Accurate Education – Acute Intermittent Porphyria

Acute Intermittent Porphyria (AIP)

Acute intermittent porphyria (AIP) is a rare inherited metabolic disease due to a deficiency of an enzyme necessary for the synthesis of hemoglobin in red blood cells (hydroxymethylbilane synthase (HMBS)). Symptoms of AIP usually first becomes evident after onset of puberty and may include acute attacks that are paroxysmal in nature with various combinations of symptoms, such as abdominal pain, autonomic dysfunction, muscle weakness, or mental symptoms.




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It is postulated that Vincent Van Gogh may have suffered from acute intermittent porphyria

Acute Intermittent Porphyria: an Overview


Several exogenic and endogenic factors induce heme biosynthesis via direct or indirect activation of ALA synthase. In AIP patients with inherited deficiency of HMBS, this results in accumulation of neurotoxic porphyrin precursors (ALA and PBG) in tissues and circulation. Heme, the end product of heme biosynthetic pathway, regulates transcription of ALA synthase via negative feedback and can be used in the treatment of an acute attack.


The management of patients with AIP include following strategies:

During an Acute Attack:

1) treatment with heme preparations, if an acute attack is severe or moderate

2) symptomatic treatment of autonomic dysfunctions, polyneuropathy and encephalopathy

3) exclusion of precipitating factors

4) adequate nutrition and uid therapy

During Remission:

1) exclusion of precipitating factors (education of patients and family doctors)

2) information about on-line drug lists

3) mutation screening for family members and education about precipitating factors in mutation-positive family members.

Management of Patients With Recurrent Attacks:

1) evaluation of the lifestyle

2) evaluation of hormonal therapy in women

3) prophylactic heme therapy

4) liver transplantation in patients with severe recurrent attacks

Monitor  for long-term complications including chronic pain



Prevention of Acute Attacks

Avoidance of precipitating factors

While in remission, patients may tolerate medications classified as potentially unsafe, but if porphyric symptoms appear their use should be discontinued or restricted. Long-term impaired nutrition as well as sedentary lifestyle is believed to contribute to muscle atrophy. Maintaining a healthy lifestyle with regular exercise and an anti-inflammatory, normocaloric diet with avoidance of alcohol and smoking is important as is prompt treatment of any infections.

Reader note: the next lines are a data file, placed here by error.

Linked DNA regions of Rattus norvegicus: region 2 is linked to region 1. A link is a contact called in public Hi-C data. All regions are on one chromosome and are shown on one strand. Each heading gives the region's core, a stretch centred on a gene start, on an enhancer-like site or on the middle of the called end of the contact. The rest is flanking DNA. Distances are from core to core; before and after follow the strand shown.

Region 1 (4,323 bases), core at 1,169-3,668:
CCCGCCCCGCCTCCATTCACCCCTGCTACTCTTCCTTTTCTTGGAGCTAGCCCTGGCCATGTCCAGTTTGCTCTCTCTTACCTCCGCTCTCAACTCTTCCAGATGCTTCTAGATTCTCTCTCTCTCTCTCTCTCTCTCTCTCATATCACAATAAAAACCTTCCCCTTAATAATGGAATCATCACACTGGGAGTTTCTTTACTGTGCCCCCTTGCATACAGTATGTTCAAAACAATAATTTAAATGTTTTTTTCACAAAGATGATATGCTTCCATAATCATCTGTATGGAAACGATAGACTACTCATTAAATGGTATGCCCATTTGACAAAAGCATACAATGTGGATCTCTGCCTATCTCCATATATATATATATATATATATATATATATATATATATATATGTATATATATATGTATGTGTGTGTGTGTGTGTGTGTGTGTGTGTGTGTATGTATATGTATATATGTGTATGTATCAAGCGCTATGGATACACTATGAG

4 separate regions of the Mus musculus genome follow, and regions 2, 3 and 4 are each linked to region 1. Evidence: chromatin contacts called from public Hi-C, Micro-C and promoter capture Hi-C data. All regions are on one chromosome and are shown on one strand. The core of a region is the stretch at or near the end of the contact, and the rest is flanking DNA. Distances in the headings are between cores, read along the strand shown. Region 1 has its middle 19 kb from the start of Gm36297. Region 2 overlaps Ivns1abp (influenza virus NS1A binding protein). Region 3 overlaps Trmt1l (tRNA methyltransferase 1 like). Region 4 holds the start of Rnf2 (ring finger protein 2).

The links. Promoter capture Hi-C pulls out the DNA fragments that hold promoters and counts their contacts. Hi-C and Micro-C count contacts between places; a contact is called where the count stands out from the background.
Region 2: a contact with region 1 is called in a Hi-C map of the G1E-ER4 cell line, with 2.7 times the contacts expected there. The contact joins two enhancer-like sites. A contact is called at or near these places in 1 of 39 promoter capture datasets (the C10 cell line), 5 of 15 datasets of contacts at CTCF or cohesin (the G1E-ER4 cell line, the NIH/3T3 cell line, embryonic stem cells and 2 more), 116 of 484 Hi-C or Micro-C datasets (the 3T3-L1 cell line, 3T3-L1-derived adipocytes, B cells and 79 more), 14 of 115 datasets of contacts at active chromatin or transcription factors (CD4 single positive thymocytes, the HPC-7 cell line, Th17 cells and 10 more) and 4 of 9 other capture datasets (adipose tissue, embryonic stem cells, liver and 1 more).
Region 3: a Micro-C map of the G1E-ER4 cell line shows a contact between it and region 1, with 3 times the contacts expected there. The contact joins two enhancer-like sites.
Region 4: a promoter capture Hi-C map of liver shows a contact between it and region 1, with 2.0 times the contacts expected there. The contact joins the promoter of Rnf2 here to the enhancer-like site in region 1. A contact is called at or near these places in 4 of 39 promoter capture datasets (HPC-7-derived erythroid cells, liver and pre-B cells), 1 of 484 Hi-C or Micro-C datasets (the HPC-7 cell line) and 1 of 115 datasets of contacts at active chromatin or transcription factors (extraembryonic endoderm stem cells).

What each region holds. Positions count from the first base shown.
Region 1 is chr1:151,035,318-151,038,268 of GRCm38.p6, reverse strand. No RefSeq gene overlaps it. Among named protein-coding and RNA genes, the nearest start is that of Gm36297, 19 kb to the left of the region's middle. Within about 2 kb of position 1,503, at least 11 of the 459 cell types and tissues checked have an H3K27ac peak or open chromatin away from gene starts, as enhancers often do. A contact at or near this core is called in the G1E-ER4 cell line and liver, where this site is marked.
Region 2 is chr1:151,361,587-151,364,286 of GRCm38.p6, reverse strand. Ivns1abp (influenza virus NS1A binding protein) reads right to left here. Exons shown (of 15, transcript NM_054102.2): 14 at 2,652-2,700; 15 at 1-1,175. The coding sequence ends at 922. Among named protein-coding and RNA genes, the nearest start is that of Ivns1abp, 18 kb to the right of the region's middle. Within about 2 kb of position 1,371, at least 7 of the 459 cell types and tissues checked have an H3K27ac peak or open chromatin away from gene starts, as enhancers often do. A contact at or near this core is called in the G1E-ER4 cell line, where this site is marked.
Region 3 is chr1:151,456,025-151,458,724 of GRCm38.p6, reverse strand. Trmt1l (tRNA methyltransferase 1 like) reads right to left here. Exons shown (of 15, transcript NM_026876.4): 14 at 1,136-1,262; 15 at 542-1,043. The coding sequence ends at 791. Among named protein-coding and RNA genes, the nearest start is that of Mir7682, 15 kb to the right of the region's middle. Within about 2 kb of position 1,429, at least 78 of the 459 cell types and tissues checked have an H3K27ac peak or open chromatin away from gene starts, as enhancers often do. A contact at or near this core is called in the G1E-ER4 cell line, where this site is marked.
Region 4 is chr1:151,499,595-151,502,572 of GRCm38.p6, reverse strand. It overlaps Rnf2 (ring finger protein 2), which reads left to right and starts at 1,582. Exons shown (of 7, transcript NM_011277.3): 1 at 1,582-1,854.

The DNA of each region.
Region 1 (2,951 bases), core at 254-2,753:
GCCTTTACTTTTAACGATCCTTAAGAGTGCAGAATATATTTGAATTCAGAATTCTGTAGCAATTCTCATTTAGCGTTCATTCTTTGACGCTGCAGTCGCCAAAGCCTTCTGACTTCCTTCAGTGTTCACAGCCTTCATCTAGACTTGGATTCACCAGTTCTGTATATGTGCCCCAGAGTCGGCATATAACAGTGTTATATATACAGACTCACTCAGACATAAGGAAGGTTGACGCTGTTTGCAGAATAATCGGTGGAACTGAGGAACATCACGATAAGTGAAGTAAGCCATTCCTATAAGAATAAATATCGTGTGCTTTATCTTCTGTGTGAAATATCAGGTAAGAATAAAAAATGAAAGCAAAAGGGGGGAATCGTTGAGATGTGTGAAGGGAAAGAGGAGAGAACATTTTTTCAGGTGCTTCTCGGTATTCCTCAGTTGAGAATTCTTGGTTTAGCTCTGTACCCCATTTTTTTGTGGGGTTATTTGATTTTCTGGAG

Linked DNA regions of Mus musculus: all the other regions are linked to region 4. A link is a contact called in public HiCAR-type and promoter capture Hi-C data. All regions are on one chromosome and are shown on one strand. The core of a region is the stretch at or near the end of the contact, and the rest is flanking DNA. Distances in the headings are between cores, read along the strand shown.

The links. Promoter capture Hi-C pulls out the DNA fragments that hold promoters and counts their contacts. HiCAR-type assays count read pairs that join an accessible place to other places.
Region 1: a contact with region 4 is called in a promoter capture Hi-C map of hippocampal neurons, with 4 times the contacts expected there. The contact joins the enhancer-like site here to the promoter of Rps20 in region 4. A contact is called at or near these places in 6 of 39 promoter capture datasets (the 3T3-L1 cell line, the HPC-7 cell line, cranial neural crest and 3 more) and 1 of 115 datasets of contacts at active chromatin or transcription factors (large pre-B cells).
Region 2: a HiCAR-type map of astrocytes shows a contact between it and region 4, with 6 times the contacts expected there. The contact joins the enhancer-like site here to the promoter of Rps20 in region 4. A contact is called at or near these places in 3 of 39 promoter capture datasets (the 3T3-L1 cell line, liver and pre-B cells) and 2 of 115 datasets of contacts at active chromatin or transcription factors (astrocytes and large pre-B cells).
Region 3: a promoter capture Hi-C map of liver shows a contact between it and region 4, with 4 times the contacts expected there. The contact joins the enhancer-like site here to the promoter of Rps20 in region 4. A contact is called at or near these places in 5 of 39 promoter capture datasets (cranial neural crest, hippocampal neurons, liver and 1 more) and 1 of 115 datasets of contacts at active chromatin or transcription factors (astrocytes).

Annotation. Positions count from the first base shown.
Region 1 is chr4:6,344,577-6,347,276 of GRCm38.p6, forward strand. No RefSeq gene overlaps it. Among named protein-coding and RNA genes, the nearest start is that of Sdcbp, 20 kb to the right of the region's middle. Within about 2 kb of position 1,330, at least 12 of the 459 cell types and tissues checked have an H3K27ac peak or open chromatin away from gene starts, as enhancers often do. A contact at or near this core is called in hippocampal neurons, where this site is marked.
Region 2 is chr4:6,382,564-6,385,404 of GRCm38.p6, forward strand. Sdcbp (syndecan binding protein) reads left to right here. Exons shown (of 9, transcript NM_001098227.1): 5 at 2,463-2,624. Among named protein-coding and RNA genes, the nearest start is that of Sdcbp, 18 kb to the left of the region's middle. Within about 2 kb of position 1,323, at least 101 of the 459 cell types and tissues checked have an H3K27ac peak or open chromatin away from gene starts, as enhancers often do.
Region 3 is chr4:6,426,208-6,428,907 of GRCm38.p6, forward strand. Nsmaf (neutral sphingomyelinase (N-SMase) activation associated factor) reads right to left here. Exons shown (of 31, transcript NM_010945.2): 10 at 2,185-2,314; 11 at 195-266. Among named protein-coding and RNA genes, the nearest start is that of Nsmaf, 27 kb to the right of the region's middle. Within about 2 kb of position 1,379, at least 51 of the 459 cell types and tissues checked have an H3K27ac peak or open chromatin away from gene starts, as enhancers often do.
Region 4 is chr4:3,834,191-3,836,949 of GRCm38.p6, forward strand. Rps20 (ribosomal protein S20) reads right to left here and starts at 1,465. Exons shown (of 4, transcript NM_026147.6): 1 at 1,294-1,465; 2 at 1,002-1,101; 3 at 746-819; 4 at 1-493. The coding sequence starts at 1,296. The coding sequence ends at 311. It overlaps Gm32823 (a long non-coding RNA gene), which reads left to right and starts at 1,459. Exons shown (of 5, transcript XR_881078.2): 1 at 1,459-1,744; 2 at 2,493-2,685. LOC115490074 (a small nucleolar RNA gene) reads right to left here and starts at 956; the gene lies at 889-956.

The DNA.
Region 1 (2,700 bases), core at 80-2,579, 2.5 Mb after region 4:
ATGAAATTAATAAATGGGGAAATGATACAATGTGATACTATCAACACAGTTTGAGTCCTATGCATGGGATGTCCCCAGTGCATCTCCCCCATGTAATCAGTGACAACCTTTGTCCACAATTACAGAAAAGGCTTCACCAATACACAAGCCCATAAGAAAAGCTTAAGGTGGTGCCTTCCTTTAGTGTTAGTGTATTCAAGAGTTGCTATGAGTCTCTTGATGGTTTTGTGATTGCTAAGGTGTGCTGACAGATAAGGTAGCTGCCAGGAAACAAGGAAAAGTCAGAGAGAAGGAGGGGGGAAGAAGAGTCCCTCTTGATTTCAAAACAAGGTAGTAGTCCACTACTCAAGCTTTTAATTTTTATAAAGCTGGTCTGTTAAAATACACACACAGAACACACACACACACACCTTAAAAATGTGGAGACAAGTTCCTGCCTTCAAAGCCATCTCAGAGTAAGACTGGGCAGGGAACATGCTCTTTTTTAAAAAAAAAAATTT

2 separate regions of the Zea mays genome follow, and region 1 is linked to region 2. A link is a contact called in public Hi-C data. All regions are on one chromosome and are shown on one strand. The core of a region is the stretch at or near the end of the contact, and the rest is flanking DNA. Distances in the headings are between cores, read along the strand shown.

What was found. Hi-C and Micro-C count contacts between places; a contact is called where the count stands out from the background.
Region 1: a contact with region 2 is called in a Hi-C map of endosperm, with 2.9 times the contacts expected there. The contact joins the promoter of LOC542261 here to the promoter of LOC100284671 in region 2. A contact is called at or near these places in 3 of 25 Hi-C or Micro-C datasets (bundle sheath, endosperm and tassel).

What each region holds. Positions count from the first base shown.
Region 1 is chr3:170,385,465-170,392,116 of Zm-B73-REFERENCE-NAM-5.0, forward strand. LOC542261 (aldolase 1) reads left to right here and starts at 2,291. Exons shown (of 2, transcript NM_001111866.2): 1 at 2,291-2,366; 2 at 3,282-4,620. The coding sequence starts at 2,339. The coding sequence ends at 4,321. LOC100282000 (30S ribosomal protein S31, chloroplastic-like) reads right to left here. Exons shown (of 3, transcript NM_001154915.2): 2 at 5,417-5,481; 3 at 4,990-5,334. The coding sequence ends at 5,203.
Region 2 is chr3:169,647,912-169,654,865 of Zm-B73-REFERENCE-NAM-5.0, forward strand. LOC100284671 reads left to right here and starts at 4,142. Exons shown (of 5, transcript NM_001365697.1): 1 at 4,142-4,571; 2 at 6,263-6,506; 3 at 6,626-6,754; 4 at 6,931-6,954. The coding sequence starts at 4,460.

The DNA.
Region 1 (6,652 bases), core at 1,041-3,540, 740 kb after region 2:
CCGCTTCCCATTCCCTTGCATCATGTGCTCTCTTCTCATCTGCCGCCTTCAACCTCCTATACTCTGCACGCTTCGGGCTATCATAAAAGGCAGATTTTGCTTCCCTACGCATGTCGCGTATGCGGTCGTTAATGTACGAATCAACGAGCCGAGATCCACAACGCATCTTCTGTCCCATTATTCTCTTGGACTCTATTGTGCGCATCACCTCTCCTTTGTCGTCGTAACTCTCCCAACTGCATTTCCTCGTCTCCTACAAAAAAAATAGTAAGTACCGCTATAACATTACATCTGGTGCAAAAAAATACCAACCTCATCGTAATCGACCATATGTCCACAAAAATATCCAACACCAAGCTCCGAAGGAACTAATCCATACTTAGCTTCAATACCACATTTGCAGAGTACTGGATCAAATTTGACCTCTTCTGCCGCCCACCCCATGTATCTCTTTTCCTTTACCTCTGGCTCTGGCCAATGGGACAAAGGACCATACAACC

A reduction of excessive stress is essential for improving patients’ prognosis. In the treatment of obesity, the patients with AIP should include carbohydrates into their diet. Fasting may trigger AIP and should be avoided and weight reduction should be done slowly. Carbohydrate loading is known to suppress hepatic ALA synthase activity and has been used to abort mild attacks

Chronic Pain and AIP

Among AIP patients with recurrent acute attacks, chronic neuropathic, myofascial, or abdominal pain often with fatigue is common (18%–22%).

AIP & Neuropathic Pain

Chronic neuropathic is thought to be due to repetitive autonomic and peripheral nerve damage during acute attacks. Mechanisms proposed for AIP-inducing neuropathy include damage from free radicals, ALA neurotoxicity, or heme deficiency in nervous tissue.

Gabapentin is an effective treatment options for AIP-induced neuropathic pain, including neurovisceral pain, and is considered to be safe in AIP. Pregabalin (Lyrica) does not appear to have been studied in AIP but is likely to be safe and effective as well.

Complementary and alternative management of neuropathic pain in AIP would include maintenance of optimal serum levels of Vitamin B12, an essential nutrient for the maintenance of health nerve sheaths. PEA (palmitoylethanolamide) is a medical food with no reported side effects or triggers of AIP that has many reported benefits in neuropathic pain of many origins. As a glial cell suppressor that is believed to reduce neuroinflammation, it may prove effective in AIP as well. The use of acetyl carnitine and alpha lipoic acid may also offer benefit although these agents do not seem to appear on either safe or unsafe medication lists for AIP.


Prophylactic heme infusions may reduce the chronic pain. Regular use of opiates is reported in 30% of AIP patients and may be required although this my induce tolerance and the risk of side effects.




Acute Intermittent Porphyria – Resources



Acute Intermittent Porphyria – Overviews

  1. An update of clinical management of acute intermittent porphyria – 2015
  2. Acute Porphyrias in the USA – Features of 108 Subjects from Porphyria Consortium – 2014


AIP – Medication Safety

  1. Drugs Thought To Be Safe in Porphyria
  2. Drugs Thought Unsafe in Porphyria


AIP – Medication Management with Gabapentin

  1. Treatment of neuropathic pain in acute intermittent porphyria with gabapentin – 2013
  2. Gabapentin reduces neurovisceral pain of porphyria. – PubMed – NCBI



Emphasis on Education


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